Aud Finished 2022 Strong, Will It Define Its Next Years’ Path?

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The Australian Dollar has seen a substantial recovery in the latter part of 2022, thanks partly to a rebound in commodity prices and a return of investor confidence.

As the Australian Dollar clutched its way to the top before the year ended, the U.S. Dollar has taken its steps back after a remarkable rise supported by a Federal Reserve that became aggressive in battling inflation. 

The RBA has a similar but distinct dilemma over rates, yet shares some characteristics with the Fed that could impact the AUD/USD.

As of 2023, the U.S.’s most recent year-over-year headline CPI is 7.1%, whereas Australia’s is 6.9%.

The foundational pillars of the Australian economy are as strong as they have been in years. Whether this causes an increase in the exchange rate is still up for debate.

The RBA and the Fed have given up on their plans to considerably hike interest rates in the second and third quarters of 2022. Banks feel they have given enough support, even though inflation is still high.

Since the lead-lag effects of monetary policy are widely established, the banks may want to hold off on taking any additional drastic measures to see how their current policies perform.

The Federal Open Market Committee’s (FOMC) board has unanimously agreed that rates must remain high for a while, which might weaken the USD and boost the AUD/USD.

The way the Fed framed it, however, makes it seem more likely that the U.S. Dollar will strengthen and the AUD/USD will decline in 2024.

Early in the year, concerns over the strength of the global economic recovery and a decline in demand for some of Australia’s primary commodities, notably iron ore and coal, put pressure on the AUD currency. Because these headwinds have diminished throughout the year, the Australian Dollar has been able to recoup some of its lost ground.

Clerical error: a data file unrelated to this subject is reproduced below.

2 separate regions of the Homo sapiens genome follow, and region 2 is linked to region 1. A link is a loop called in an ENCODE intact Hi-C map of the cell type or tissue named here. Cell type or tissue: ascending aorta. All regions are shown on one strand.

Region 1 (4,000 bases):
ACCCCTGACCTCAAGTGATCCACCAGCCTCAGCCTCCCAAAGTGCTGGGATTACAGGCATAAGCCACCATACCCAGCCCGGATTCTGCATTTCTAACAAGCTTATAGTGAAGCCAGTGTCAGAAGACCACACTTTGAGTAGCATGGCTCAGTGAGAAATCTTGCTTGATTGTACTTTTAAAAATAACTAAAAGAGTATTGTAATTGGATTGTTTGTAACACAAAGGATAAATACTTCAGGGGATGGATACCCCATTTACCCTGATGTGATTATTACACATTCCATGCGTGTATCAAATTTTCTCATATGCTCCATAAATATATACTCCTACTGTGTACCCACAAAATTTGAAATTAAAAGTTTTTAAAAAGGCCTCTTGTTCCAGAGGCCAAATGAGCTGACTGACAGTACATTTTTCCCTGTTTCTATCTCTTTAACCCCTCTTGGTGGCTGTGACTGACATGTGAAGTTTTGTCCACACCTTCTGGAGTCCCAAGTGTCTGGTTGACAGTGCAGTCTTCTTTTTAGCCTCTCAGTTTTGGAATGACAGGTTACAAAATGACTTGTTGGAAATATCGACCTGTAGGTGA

“Prior to the Ukraine war, Russia accounted for 0.3% of Australia’s trade despite the autocratic state being the 8th largest economy in the world. This is because Australia and Russia compete in the global economy with many of the same exports. Wheat, gold and copper would head the long list,” said Daily FX. 

An increase in commodity prices, particularly for iron ore, which is a significant export for Australia, has contributed to the currency’s rebound. The cost of this essential industrial commodity has climbed along with the rise in demand, which has helped the Australian Dollar.

The movements of the AUD/USD currency pair are primarily influenced by changes in the U.S. dollar and Fed policies. The impacts of the RBA’s tightening are already being felt locally, as exporters are paying less for Australian dollars. Positive mood and value assessments currently outweigh actual AUD purchases.

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